# Class 3 Fraction

Properties of Equivalent Fractions

## Introduction to Fractions

Let s consider a circle as shown in the figure below.

It is divided into two equal parts where one part is shaded with black. The shaded part is one
half of the whole circle. We express one half by the symbol ^{1}⁄_{2}. We read it as one by two.
The unshaded part is also ^{1}⁄_{2} of the circle.

Here the circle is divided into 4 equal parts as shown in the figure below.

One part of the circle is shaded with black. The shaded portion is ^{1}⁄_{4} of the whole circle.
We read it as one by four.

Here the circle is divided into 8 equal parts as shown in the figure below.

One part of the circle is shaded with black. The shaded portion is ^{1}⁄_{8} of the whole circle.
We read it as one by eight.

Here the circle is divided into 8 equal parts as shown in the figure below.

Three parts of it are shaded. The shaded portion is ^{3}⁄_{8} of the whole circle. We read it as three by eight.

So, ^{1}⁄_{2}, ^{1}⁄_{4}, ^{1}⁄_{8} and ^{3}⁄_{8} are known as fractions.

## Numerator and Denominator

We have learnt that a fraction is written with two numerals arranged one over the other and are
separated by a line '/'. The number which is present at the right side of the line shows in how
many equal parts the whole has been divided into. It is called ** Denominator** of the fraction.
The number which is present at the left side of the line shows how many parts of the whole have
been taken. It is called

**of the fraction.**

*Numerator*
So, in ^{2}⁄_{3}, 2 is the numerator and 3 is the denominator.

## Equivalent Fractions

Let us look at the following circles of the same size.

The shaded parts in each figure are same.

^{1}⁄_{2}, ^{2}⁄_{4}, ^{3}⁄_{6}, ^{4}⁄_{8} and ^{5}⁄_{10} represent equal shaded parts.

Hence, we can say that ^{1}⁄_{2} = ^{2}⁄_{4} = ^{3}⁄_{6} = ^{4}⁄_{8} = ^{5}⁄_{10}

We say ^{1}⁄_{2}, ^{2}⁄_{4}, ^{3}⁄_{6}, ^{4}⁄_{8} and ^{5}⁄_{10} are equivalent fractions.

## Properties of Equivalent Fractions

1. If we multiply the numerator and denominator of a fraction by the same number (Except zero) the value of the fraction does not change.

**Example.**

^{1}⁄_{2} × ^{1}⁄_{1} = ^{1}⁄_{2} ^{1}⁄_{2} × ^{2}⁄_{2} = ^{1}⁄_{2}

^{1}⁄_{2} × ^{3}⁄_{3} = ^{3}⁄_{6} ^{1}⁄_{2} × ^{4}⁄_{4} = ^{4}⁄_{8}

2. If we divide the numerator and denominator of a fraction by the same number (Except zero) the value of the fraction dies not change.

**Example.**

^{1}⁄_{2} ÷ ^{1}⁄_{1} = ^{1}⁄_{2} ^{1}⁄_{2} ÷ ^{2}⁄_{2} = ^{1}⁄_{2}

^{1}⁄_{2} ÷ ^{3}⁄_{3} = ^{1}⁄_{2} ^{1}⁄_{2} ÷ ^{4}⁄_{4} = ^{1}⁄_{2}

## Comparison of Fractions

There are 5 similar strips. The shaded portion of the first strip is more than the shaded portion of the second strip. Therefore, 1 > ^{1}⁄_{2}.

The shaded portion of the second ship is more than the shaded portion of the third strip.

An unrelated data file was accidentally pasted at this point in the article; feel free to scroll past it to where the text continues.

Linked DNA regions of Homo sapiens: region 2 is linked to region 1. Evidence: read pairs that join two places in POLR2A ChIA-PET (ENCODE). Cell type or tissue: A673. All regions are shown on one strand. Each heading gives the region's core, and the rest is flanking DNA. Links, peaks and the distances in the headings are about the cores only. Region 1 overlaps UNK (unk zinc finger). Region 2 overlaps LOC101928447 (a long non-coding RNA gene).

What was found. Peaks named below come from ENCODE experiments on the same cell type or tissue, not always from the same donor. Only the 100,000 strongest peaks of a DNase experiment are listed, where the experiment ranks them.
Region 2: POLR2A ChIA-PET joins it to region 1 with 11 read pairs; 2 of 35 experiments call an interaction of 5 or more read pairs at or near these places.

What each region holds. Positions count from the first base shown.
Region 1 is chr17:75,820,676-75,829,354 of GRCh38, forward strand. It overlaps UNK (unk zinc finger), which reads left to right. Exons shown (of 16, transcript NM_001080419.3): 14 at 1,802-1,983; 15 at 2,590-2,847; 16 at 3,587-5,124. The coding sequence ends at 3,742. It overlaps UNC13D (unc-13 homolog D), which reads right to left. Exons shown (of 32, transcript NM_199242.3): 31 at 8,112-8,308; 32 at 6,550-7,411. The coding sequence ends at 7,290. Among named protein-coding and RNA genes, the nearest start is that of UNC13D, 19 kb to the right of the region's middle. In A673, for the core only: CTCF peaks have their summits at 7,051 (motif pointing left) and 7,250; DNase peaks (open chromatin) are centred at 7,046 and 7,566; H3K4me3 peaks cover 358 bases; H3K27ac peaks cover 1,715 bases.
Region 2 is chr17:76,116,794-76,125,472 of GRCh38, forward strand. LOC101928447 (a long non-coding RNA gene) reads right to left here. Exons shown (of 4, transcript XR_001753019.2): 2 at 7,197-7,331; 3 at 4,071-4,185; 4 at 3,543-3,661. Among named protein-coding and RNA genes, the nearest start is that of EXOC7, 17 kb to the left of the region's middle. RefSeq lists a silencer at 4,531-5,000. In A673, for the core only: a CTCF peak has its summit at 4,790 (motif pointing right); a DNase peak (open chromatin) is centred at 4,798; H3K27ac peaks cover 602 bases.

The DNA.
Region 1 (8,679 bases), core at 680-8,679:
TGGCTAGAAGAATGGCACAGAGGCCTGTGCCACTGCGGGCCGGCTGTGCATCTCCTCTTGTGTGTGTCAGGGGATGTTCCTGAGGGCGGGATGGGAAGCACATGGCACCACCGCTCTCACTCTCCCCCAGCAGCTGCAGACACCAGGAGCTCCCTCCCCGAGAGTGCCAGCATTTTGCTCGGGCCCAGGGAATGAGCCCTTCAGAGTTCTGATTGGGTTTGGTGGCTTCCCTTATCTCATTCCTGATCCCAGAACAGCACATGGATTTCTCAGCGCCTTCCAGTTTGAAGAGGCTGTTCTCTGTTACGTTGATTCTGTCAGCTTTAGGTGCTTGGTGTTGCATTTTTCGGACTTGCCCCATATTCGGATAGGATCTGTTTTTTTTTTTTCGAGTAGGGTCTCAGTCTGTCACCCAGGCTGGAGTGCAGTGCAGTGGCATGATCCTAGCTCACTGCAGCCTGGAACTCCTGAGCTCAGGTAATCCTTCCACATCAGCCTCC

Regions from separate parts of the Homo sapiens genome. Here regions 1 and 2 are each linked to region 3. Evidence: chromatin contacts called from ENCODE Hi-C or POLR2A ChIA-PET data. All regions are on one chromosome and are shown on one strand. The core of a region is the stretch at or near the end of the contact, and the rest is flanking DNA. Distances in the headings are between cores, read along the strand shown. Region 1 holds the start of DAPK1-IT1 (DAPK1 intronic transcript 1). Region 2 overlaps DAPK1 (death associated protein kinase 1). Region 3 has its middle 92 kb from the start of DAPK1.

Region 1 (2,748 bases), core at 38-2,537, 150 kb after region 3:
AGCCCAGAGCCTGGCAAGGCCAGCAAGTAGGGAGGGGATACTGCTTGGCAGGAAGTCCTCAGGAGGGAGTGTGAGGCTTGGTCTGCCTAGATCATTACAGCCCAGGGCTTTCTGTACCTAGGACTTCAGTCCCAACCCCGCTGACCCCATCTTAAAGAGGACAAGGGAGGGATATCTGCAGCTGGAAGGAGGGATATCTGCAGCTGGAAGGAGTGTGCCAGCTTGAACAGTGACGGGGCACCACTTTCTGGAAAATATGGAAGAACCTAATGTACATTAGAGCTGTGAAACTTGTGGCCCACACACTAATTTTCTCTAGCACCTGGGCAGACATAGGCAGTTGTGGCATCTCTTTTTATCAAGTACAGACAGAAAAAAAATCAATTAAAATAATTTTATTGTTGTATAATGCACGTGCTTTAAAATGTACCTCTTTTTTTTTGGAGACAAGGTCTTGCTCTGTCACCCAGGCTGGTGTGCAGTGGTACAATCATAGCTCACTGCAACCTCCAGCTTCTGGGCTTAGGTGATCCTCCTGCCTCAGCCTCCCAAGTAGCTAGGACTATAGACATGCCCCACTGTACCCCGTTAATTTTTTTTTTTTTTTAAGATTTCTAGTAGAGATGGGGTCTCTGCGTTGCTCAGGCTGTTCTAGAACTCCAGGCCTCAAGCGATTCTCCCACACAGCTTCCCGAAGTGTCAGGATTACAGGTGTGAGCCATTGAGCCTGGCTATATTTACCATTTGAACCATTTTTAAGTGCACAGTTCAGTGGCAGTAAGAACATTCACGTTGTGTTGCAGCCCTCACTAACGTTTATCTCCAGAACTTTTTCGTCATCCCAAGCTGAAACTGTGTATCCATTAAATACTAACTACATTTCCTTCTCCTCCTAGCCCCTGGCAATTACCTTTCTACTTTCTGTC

Therefore, ^{1}⁄_{2} > ^{1}⁄_{3}

Similarly, ^{1}⁄_{3} > ^{1}⁄_{4}, ^{1}⁄_{4} > ^{1}⁄_{5}, ^{1}⁄_{5} > ^{1}⁄_{6}, ^{1}⁄_{6} > ^{1}⁄_{7}, ^{1}⁄_{7} > ^{1}⁄_{8}, ^{1}⁄_{8} > ^{1}⁄_{9}, ^{1}⁄_{9} > ^{1}⁄_{10}

Let us consider some other example.

Similarly, from the above example we can say, ^{2}⁄_{3} > ^{2}⁄_{4}, ^{2}⁄_{4} > ^{2}⁄_{5}, ^{2}⁄_{5} > ^{2}⁄_{6}

From the above two examples we conclude that, if two fractions have ** same numerator** the fraction having

**is greater than the other.**

*smaller denominator*

From the shaded portion in the circles above, it is clear that ^{2}⁄_{4} > ^{1}⁄_{4} and ^{3}⁄_{4} > ^{2}⁄_{4}.

From the shaded portions in the above figures, we can say that

^{2}⁄_{5} < ^{3}⁄_{5} and ^{3}⁄_{5} < ^{4}⁄_{5}

So, from the above two examples we can conclude that if two fractions have the same denominator, the one with the greater numerator is greater than the other.

**Example 1.** Which is greater, ^{3}⁄_{5} or ^{7}⁄_{5}?

**Solution.** Both the fractions have the same denominator but (numerator) 7 > (numerator) 3

So, ^{7}⁄_{5} > ^{3}⁄_{5}

**Example 2.** Which is smaller, ^{4}⁄_{11} or ^{4}⁄_{13}?

**Solution.** Both the fractions have same numerator but (denominator) 11 < (denominator) 13

So, ^{4}⁄_{13} < ^{4}⁄_{11}

## Addition of Fractions

Let's consider a rectangle and divide it into 8 equal parts. Three parts on the left and one part
on the right of the rectangle are shaded.

Three shaded parts represents ^{3}⁄_{8} of the whole and 1 shaded part represent ^{1}⁄_{8} of the whole.

When both the shaded parts taken together, it represents ^{4}⁄_{8}.

So, ^{3}⁄_{8} + ^{1}⁄_{8} = ^{(3+1)}⁄_{8} = ^{4}⁄_{8}

Similarly, let's take another example of a circle.

Left shaded part of the circle represents ^{1}⁄_{6} of the whole.

Right shaded part of the circle represents ^{3}⁄_{6}.

When both the shaded parts taken together, it represents ^{4}⁄_{6}

^{1}⁄_{6} + ^{3}⁄_{6} = ^{(1+3)}⁄_{6} = ^{4}⁄_{6}

From the above two examples, we can derive that the sum of two or more fractions having the same denominator is Sum of Numerators / Denominator.

## Subtraction of Fractions

In Pic. 1 circle is divided into 7 equal parts, out of which 4 parts are shaded. The shaded portions represent as 4/7.

In Pic. 2 one shaded part is removed, it is represented as ^{1}⁄_{7}.

In Pic. 3 remaining shaded part is shown, and it represent as ^{3}⁄_{7}.

^{4}⁄_{7} − ^{1}⁄_{7} = ^{(4−1)}⁄_{7} = ^{3}⁄_{7}

## Fraction Test

## Fraction Worksheet

## Answer Sheet

**Fraction-Answer**Download the pdf

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